Actually, they aren't "sending our economy into hell", and I have no idea what Congress you're watching. Social Security under the most likely scenario can be funded with minor tweaks indefinitely, and the rise in Medicare/Medicaid costs has nothing to do with the program and everything to do with rapidly escalating healthcare costs outside of the program.
Also, Social Security in particular is the single greatest anti-poverty program in American history. That's simply a fact.
Relentless selfishness has nothing to do with anything I have said. I don't think that we should forget about our poor and disenfranchised. I think that people should help one another. I just don't think the government should have any role in it, rather it should be voluntary.
Which inevitably leads to government interaction of the non-beneficial variety. Suppose a community doesn't help those in need - there are no schools for the poor, no unemployment, no nothing. Inevitably, those ignored problems become criminal problems, which simply exacerbate themselves unless some measure of prevention and remedy is put in place.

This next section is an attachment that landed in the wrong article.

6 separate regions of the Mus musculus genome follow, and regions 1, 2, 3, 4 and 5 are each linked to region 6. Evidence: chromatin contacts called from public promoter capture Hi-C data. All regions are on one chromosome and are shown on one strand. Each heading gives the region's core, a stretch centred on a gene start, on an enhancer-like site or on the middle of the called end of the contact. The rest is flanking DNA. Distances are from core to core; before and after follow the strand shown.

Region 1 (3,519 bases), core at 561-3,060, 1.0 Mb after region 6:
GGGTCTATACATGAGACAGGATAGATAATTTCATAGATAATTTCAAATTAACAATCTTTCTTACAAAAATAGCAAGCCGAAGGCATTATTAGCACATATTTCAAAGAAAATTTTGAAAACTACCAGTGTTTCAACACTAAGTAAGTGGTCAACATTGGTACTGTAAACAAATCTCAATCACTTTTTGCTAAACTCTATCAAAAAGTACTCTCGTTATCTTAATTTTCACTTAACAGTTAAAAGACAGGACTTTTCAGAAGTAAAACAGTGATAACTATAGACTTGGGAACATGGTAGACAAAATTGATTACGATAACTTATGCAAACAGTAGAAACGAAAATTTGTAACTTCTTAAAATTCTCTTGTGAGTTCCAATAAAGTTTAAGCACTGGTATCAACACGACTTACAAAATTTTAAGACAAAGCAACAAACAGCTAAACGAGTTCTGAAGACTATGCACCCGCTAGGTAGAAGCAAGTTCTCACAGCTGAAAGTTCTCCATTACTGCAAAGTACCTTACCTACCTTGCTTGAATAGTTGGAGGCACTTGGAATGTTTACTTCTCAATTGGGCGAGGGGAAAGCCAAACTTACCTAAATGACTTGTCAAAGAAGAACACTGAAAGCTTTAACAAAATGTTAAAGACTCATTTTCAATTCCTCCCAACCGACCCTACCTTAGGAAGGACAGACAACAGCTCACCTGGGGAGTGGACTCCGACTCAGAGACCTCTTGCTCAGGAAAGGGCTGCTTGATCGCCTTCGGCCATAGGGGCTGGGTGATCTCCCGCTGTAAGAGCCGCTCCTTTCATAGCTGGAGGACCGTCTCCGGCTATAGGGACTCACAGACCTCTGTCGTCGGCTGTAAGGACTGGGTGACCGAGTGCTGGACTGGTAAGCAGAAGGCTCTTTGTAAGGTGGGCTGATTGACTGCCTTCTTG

Everything you say is about relentless selfishness. You shouldn't be "forced" to do anything unless you want to do it, except for those things you should be forced to do because you're okay with them, but you can't say how you'd be forced to do them, because it's contradicted in your basic statement of principles.
« on: February 16, 2008, 09:27:59 PM »
First, how is it advocating anarchy? The government has a role to play, just not taking money from some and giving it to others. Society not only would exist, but it would be better if the government did not take money from the wealthy and give it to the poor.
Hint: Government has to be funded.